Author: Victor Leontovitsch. Translated by Parmen Leontovitsch.
Foreword by Aleksandr Solzhenitsyn
Publisher: University of Pittsburgh Press
Book Review by: Paiso Jamakar

Alexandr Solzhenitsyn, the well-known dissident of Soviet state suppressive policies and actions against the people, was the winner of the 1970 Nobel Prize in Literature and author of The Gulag Archipelago, which exposed the Soviet Union’s forced labor camp system from 1918 to 1956. He was expelled by the government from the country in 1974 but returned 20 years later when the Soviet socialist system collapsed.

In his Foreword to The History of Liberalism in Russia, Solzhenitsyn remarks about this book: “Here is a rigorous exposition of a number of ideas of utmost importance about the nature of liberalism and its manifestations in Russia. This results in a markedly clearer definition of liberalism and helps to bring closer a comprehensive understanding of this concept…particularly instructive to us was the author’s systematic distinction between liberalism and radicalism.”

He also decries the rise of radicalism which became ‘synonymous’ with liberalism at one point. He comments that radicalism was “a great detriment of our progress.”  There were also other ‘corruptions’ of liberalism, he points out. Two of them for example, were that liberalism was a form of ‘democratic absolutism’ and ‘imperialist democracy’ – very big distortions of what liberalism really is.

Even today, in the West, Solzhenitsyn points out, the ‘devastating pressure from socialism’ has made liberalism retreat. Such a going-backward for liberalism makes “the author’s warnings resonate all the more,” he point out.

For example, there’s much talk in the United States these days that its mass media are ‘too liberal’ or ‘leaning to the left’ but they have contributed much to widespread acceptance of President Obama’s socialist ideas and actions, extending government control on people’s finances, and putting pressure on liberalism and liberal ideas such as personal financial freedom and private enterprise.

Note for example the recent passage of a bill in the U.S. Congress that imposed higher taxes for families making $450,000 in income, by not extending Bush-era tax cuts for them. Meanwhile the number of lower-income people receiving benefits from the U.S. government has grown dramatically in the last four years from 2009 to now,  even as government debt has increased a whopping $6 trillion, or more than 50 percent in that very short period.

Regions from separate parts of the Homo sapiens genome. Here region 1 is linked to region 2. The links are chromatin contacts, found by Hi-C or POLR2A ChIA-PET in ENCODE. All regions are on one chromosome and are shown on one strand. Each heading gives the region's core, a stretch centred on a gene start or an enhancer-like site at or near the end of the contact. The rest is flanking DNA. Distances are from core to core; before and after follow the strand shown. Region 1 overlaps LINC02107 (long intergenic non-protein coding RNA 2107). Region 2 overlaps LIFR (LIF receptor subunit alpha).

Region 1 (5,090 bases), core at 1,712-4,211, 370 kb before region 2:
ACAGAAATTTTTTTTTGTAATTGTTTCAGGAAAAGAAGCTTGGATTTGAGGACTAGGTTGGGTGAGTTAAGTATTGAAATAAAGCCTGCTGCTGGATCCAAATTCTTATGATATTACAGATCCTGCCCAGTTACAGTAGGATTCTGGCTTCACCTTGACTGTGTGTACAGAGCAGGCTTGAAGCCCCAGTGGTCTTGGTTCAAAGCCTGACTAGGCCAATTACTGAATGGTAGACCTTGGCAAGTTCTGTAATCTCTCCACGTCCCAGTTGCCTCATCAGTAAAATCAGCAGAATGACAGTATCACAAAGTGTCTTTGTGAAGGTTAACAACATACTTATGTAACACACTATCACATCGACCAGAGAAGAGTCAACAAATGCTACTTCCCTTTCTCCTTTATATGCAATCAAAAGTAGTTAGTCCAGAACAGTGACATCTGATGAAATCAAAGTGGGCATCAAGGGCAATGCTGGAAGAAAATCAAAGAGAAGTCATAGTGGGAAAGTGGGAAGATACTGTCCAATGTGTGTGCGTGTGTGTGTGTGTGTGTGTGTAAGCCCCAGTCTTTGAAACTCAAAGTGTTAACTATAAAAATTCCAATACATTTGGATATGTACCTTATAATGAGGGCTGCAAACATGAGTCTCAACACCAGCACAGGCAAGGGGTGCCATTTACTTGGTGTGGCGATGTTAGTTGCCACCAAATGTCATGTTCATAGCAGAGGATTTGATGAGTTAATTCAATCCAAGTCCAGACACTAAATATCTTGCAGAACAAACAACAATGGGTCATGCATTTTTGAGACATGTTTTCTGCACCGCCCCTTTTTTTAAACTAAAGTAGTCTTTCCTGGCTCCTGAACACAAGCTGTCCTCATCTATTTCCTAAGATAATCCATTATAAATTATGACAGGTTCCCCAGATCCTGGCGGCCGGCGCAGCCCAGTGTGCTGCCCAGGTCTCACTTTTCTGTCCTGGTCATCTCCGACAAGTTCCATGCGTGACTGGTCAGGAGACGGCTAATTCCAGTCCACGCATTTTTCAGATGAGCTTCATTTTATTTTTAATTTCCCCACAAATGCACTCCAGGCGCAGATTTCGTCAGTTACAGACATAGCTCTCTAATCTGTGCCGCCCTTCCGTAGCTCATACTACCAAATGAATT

As the U.S. government debt burden grows even heavier, will the ‘rich’ people be asked to pay even more in the future so that the government can ‘pay’ its employees even more, and give more health and retirement benefits? And ‘help’ the ‘poor’ people even more?

“Liberalism only remains a vital force as long as it keeps changing existing structures through evolution; each time it tries to impose an external readymade blueprint, it will be immediately overtaken and defeated by socialism,” Solzhenitsyn writes in his comments on the author’s book.

He also remarks on one of the most important human rights, the right to own property: “without property rights there can be no real individual freedom, and it is for this reason that no form of socialism would be able to make people free.”

History has proven time and time again: when governments take control of property, wealth, capital, labor, or income, sooner or later they collapse, giving way to people power.

This book delves into the history of political ideas in the Soviet Union, particularly as they relate to liberalism. It has been very extensively researched and the material is laid out in 374 pages.

It is divided into three chronological periods and 27 chapters. The parts of this book are:

  • Part 1: The History of Liberalism, 1762-1855
  • Part 2: The Development of Civil Liberty, 1856-1914
  • Part 3: The Development of Political Liberty, 1856-1914

The author Victor Leontovitsch and the translator Parmen Leontovitsch have made a valuable contribution to the history of Russia and the Soviet Union, with this book.

Victor Leontovitsch was a lecturer at the Friedman Wilhelm University in Berlin, and  professor of history at Frankfurt University, He was the author of  The Legal Revolution Under Ivan the Terrible.

Parmen Leontovitsch is the former head of Modern Languages and English as a Foreign Language at Barnet College in London.